In our last episode, we were escaping odors produced by mushroom people – now let us move forward to getting a clearer vision and a view from your new post frame barndominium’s windows!
Once you have narrowed your choices down to a handful, ideally you can watch each site over a year’s time – as well as gathering more information about your area. Watch for ponding after rains, or Spring runoffs, you don’t want to wake up and find yourself in a slough. In snow country – what sort of drifting occurs?
Spend a few dollars and buy a beer or two for a local geotechnical engineer. You want to build upon stable soils – not prone to undue shifting and settling. One of our sons has a home high above the Missouri River East of Pierre, SD. Years of nearby river flow created a huge sand hill, upon where his now neighborhood is located. His home, and those of his neighbors, is constantly moving!
Make sure your potential site will not be in a habitat protected area. Don’t invest in land and find out some rare insect only lives or nests on what you thought was going to be your forever dream home site. Wetlands can prove problematic – get to know any possible restrictions.
Are wildfires a possibility? Is area a known fire hazard? Is your fire department supported solely by volunteers (if so, be prepared for higher insurance costs)? My Auntie Norma lost everything as 2018’s Camp Fire destroyed Paradise, California and surrounding areas. It can happen.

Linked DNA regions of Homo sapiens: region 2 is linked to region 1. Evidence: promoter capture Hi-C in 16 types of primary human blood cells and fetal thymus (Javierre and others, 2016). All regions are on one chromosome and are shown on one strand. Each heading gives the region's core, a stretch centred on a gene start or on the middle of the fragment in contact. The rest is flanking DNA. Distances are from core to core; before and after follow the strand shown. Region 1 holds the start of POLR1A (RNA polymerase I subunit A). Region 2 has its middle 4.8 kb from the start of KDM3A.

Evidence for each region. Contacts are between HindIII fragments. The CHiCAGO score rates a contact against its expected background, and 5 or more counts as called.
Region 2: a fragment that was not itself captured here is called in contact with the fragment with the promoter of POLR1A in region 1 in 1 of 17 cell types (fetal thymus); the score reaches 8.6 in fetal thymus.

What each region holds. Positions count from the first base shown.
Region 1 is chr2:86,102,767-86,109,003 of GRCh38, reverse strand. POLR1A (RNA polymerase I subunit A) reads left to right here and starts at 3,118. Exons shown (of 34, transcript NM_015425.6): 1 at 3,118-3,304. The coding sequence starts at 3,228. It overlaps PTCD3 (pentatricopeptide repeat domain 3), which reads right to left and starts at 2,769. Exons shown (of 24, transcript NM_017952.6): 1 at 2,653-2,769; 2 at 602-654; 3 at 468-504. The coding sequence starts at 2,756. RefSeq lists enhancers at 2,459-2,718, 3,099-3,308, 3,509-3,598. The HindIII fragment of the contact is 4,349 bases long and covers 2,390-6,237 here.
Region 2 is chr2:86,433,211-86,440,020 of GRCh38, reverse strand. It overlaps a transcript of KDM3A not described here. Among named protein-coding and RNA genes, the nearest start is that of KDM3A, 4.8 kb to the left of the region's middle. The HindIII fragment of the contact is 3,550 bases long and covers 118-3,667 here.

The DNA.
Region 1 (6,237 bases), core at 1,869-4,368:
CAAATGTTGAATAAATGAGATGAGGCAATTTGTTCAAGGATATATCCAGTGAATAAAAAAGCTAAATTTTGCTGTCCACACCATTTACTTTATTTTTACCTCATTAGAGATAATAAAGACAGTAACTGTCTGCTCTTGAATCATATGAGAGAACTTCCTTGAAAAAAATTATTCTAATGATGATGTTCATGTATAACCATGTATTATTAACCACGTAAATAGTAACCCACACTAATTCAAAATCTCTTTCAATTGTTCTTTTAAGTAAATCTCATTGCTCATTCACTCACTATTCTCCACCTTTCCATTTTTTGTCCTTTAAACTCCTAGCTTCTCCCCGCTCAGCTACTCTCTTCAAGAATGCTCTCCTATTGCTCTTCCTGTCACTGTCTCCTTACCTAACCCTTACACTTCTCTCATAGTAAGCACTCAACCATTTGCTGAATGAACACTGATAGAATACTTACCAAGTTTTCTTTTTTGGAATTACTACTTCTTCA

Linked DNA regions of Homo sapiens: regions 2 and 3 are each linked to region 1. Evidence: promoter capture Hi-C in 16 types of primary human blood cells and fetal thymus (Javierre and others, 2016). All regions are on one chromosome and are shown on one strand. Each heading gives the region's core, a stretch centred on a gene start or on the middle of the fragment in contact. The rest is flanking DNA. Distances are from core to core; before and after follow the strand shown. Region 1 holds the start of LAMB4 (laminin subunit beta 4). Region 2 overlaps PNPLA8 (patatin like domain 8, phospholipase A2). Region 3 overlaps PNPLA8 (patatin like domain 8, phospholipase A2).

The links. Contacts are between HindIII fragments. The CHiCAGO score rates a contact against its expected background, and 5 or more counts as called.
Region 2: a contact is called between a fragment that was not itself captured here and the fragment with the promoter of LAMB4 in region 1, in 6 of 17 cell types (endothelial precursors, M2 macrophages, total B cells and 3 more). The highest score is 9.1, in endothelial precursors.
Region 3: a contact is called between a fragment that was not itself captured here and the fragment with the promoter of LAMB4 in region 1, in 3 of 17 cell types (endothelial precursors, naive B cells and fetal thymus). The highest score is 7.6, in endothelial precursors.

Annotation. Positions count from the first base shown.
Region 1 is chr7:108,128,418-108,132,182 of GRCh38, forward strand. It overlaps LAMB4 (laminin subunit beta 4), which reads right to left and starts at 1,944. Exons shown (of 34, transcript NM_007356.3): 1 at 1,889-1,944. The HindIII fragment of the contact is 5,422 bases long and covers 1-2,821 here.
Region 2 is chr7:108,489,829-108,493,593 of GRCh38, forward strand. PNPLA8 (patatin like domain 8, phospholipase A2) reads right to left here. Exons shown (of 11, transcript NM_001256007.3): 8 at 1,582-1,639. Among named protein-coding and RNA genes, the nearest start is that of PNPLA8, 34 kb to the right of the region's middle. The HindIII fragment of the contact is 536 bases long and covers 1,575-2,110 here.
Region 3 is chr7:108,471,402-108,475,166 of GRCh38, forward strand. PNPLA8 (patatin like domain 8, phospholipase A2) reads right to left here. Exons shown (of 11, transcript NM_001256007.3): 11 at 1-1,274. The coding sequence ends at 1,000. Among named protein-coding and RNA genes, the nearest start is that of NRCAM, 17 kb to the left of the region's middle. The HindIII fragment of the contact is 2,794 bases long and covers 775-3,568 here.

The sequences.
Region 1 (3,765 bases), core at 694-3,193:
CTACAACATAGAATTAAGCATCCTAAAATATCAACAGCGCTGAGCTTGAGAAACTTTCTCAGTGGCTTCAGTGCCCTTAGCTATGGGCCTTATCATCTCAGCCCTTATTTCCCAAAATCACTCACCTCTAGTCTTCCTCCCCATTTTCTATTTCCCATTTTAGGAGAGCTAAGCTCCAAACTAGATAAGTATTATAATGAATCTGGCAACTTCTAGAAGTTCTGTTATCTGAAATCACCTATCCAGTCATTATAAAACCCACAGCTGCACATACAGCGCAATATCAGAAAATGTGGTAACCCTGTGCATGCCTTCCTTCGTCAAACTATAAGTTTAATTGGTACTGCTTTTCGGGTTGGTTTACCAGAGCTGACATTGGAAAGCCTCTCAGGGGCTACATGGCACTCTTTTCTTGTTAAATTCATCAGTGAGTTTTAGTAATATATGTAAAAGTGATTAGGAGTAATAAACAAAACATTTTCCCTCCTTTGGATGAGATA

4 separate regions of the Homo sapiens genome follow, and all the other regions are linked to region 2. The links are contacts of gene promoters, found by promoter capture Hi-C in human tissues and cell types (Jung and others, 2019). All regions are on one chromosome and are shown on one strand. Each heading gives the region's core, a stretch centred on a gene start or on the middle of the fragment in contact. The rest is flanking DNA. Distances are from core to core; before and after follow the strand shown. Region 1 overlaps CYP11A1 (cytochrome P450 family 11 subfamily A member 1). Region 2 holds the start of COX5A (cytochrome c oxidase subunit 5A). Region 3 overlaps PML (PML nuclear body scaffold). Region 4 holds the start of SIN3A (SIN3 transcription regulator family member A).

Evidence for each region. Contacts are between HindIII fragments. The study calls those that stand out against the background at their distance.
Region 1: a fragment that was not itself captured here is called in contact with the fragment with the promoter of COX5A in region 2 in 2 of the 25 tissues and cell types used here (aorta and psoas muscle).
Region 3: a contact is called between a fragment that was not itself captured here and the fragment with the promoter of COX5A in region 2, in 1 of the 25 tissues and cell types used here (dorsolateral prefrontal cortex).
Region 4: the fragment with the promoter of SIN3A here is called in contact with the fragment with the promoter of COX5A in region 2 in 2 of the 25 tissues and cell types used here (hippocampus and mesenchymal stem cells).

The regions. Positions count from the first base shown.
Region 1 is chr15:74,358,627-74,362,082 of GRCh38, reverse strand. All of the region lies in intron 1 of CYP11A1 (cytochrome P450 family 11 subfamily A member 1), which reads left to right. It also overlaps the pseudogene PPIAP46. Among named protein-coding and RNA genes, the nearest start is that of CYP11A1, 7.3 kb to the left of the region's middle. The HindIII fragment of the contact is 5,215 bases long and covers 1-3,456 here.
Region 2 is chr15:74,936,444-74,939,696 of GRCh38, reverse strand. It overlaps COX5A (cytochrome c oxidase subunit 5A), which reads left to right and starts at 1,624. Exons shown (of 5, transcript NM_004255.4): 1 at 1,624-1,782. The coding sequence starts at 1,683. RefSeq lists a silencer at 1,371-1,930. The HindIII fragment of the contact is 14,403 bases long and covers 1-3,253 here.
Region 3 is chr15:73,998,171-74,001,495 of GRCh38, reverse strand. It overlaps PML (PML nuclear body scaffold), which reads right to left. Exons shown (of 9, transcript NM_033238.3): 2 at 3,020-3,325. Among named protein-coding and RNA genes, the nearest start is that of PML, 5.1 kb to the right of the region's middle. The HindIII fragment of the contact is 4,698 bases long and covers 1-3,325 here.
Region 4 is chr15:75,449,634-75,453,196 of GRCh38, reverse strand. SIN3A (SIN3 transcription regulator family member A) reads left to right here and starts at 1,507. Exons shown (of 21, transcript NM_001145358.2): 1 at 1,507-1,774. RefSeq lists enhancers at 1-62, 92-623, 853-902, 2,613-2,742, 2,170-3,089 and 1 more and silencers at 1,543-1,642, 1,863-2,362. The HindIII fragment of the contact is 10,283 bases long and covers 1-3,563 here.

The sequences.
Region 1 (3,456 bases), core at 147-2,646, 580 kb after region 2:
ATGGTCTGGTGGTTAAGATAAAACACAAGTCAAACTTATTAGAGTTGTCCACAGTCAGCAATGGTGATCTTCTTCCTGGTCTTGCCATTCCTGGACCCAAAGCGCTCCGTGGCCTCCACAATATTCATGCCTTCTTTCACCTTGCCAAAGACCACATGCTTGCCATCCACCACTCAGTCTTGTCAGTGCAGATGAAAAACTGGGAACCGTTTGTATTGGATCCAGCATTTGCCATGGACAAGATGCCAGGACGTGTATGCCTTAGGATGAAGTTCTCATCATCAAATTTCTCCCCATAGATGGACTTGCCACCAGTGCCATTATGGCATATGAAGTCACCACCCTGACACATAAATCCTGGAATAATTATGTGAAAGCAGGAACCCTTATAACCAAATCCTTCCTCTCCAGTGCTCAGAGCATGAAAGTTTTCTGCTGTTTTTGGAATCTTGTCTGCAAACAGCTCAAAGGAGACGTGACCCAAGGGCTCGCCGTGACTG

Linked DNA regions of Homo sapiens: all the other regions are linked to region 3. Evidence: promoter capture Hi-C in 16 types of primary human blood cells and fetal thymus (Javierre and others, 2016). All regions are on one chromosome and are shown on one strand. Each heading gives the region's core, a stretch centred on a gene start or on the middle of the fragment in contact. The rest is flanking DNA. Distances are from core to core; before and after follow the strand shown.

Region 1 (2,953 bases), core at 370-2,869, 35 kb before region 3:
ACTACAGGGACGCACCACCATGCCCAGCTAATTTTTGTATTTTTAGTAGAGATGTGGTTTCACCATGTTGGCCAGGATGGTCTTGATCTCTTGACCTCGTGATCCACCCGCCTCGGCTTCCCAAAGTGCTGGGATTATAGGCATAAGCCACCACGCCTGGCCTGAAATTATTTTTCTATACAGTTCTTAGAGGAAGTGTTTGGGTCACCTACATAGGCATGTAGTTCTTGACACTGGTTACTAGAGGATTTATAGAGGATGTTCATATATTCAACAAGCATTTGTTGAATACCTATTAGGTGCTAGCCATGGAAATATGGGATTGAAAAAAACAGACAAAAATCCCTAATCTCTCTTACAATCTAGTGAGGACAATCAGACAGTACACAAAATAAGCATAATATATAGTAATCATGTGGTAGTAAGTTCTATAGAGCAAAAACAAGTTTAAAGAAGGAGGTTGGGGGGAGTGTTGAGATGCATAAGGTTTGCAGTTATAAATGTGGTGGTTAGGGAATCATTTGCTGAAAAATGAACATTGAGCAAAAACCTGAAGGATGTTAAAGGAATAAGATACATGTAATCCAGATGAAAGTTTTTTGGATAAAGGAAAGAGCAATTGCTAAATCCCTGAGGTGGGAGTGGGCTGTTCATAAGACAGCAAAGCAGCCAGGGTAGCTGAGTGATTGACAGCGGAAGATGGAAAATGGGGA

Avoid a site within a flood zone, unless you are prepared to invest extra to build above flood levels. Same goes for hurricane prone areas.
If not on a regularly maintained county road, who does maintain it? What might it cost you for your share to upkeep a private road? If access is across property of others, check for written easements. Investigate any easements across what could be your future property.
Order a preliminary title report, this will disclose easements and restrictive covenants or conditions. You might want to order a land survey as well, especially if property boundaries are loosely defined. Don’t count on fence lines to be accurate.
Water is important, and not all water is potable. Sometimes water rights don’t “run with the land,” this would mean you couldn’t dig a well.
If planning on a well, find out the depth of water table and determine difficulty of digging.
It can be costly to bring electricity, telephone, or cable service to a property if they’re not already established nearby. Will you need to install a propane tank? What will it cost to install a septic system?
If you’re not planning to finance a land purchase through a conventional lender—requiring a lender appraisal—obtain your own appraisal to determine an appropriate price before making an offer. Comparable sales are sometimes difficult to find when you’re buying rural land.
It’s common to pay cash for land because getting a loan for this type of purchase can be tricky. Raw land can’t be leveraged by a bank.
If you do get a loan—and there are a few lenders out there who specialize in and will touch this type of transaction—don’t expect to be approved for more than maybe 50 percent of the purchase price. You might have more success if your land has utility access and is reasonably accessible by roadway.
Once you do acquire a place to build – then and only then is it time to move to your next step – designing your own ideal dream custom barndominium!